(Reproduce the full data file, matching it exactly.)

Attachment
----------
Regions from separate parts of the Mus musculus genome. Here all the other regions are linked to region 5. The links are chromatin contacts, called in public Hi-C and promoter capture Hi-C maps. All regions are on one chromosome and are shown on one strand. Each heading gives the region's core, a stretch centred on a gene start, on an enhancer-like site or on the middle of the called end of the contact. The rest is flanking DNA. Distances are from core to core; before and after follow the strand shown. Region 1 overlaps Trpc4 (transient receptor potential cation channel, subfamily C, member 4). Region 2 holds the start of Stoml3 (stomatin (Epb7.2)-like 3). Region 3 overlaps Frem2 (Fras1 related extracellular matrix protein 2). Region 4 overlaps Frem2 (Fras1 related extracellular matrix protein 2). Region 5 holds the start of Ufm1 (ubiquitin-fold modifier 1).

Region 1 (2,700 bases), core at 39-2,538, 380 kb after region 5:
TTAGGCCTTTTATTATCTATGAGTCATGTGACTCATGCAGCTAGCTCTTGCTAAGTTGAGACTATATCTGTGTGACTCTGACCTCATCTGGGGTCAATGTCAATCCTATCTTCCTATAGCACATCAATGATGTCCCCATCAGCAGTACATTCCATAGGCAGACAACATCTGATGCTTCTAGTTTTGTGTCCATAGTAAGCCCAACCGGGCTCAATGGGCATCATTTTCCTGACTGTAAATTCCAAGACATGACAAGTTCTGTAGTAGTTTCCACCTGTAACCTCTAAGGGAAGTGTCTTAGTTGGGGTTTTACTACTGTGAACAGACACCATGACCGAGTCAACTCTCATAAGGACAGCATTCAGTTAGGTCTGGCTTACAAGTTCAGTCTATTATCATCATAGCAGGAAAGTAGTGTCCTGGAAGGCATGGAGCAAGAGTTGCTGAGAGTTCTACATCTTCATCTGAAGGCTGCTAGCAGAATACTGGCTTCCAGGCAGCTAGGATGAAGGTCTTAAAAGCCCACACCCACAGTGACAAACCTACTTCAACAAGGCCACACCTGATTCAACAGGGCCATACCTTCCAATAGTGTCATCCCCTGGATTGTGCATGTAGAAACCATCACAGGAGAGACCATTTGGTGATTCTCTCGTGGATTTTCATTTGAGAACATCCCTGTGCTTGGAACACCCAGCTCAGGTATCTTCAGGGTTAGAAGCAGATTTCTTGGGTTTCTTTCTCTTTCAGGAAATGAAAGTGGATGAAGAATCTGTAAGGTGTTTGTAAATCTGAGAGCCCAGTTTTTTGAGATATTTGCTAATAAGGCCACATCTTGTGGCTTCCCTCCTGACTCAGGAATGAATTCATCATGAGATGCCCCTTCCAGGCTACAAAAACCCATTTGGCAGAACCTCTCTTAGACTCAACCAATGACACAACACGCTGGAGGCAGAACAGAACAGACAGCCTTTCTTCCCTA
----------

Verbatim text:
Regions from separate parts of the Mus musculus genome. Here all the other regions are linked to region 5. The links are chromatin contacts, called in public Hi-C and promoter capture Hi-C maps. All regions are on one chromosome and are shown on one strand. Each heading gives the region's core, a stretch centred on a gene start, on an enhancer-like site or on the middle of the called end of the contact. The rest is flanking DNA. Distances are from core to core; before and after follow the strand shown. Region 1 overlaps Trpc4 (transient receptor potential cation channel, subfamily C, member 4). Region 2 holds the start of Stoml3 (stomatin (Epb7.2)-like 3). Region 3 overlaps Frem2 (Fras1 related extracellular matrix protein 2). Region 4 overlaps Frem2 (Fras1 related extracellular matrix protein 2). Region 5 holds the start of Ufm1 (ubiquitin-fold modifier 1).

Region 1 (2,700 bases), core at 39-2,538, 380 kb after region 5:
TTAGGCCTTTTATTATCTATGAGTCATGTGACTCATGCAGCTAGCTCTTGCTAAGTTGAGACTATATCTGTGTGACTCTGACCTCATCTGGGGTCAATGTCAATCCTATCTTCCTATAGCACATCAATGATGTCCCCATCAGCAGTACATTCCATAGGCAGACAACATCTGATGCTTCTAGTTTTGTGTCCATAGTAAGCCCAACCGGGCTCAATGGGCATCATTTTCCTGACTGTAAATTCCAAGACATGACAAGTTCTGTAGTAGTTTCCACCTGTAACCTCTAAGGGAAGTGTCTTAGTTGGGGTTTTACTACTGTGAACAGACACCATGACCGAGTCAACTCTCATAAGGACAGCATTCAGTTAGGTCTGGCTTACAAGTTCAGTCTATTATCATCATAGCAGGAAAGTAGTGTCCTGGAAGGCATGGAGCAAGAGTTGCTGAGAGTTCTACATCTTCATCTGAAGGCTGCTAGCAGAATACTGGCTTCCAGGCAGCTAGGATGAAGGTCTTAAAAGCCCACACCCACAGTGACAAACCTACTTCAACAAGGCCACACCTGATTCAACAGGGCCATACCTTCCAATAGTGTCATCCCCTGGATTGTGCATGTAGAAACCATCACAGGAGAGACCATTTGGTGATTCTCTCGTGGATTTTCATTTGAGAACATCCCTGTGCTTGGAACACCCAGCTCAGGTATCTTCAGGGTTAGAAGCAGATTTCTTGGGTTTCTTTCTCTTTCAGGAAATGAAAGTGGATGAAGAATCTGTAAGGTGTTTGTAAATCTGAGAGCCCAGTTTTTTGAGATATTTGCTAATAAGGCCACATCTTGTGGCTTCCCTCCTGACTCAGGAATGAATTCATCATGAGATGCCCCTTCCAGGCTACAAAAACCCATTTGGCAGAACCTCTCTTAGACTCAACCAATGACACAACACGCTGGAGGCAGAACAGAACAGACAGCCTTTCTTCCCTA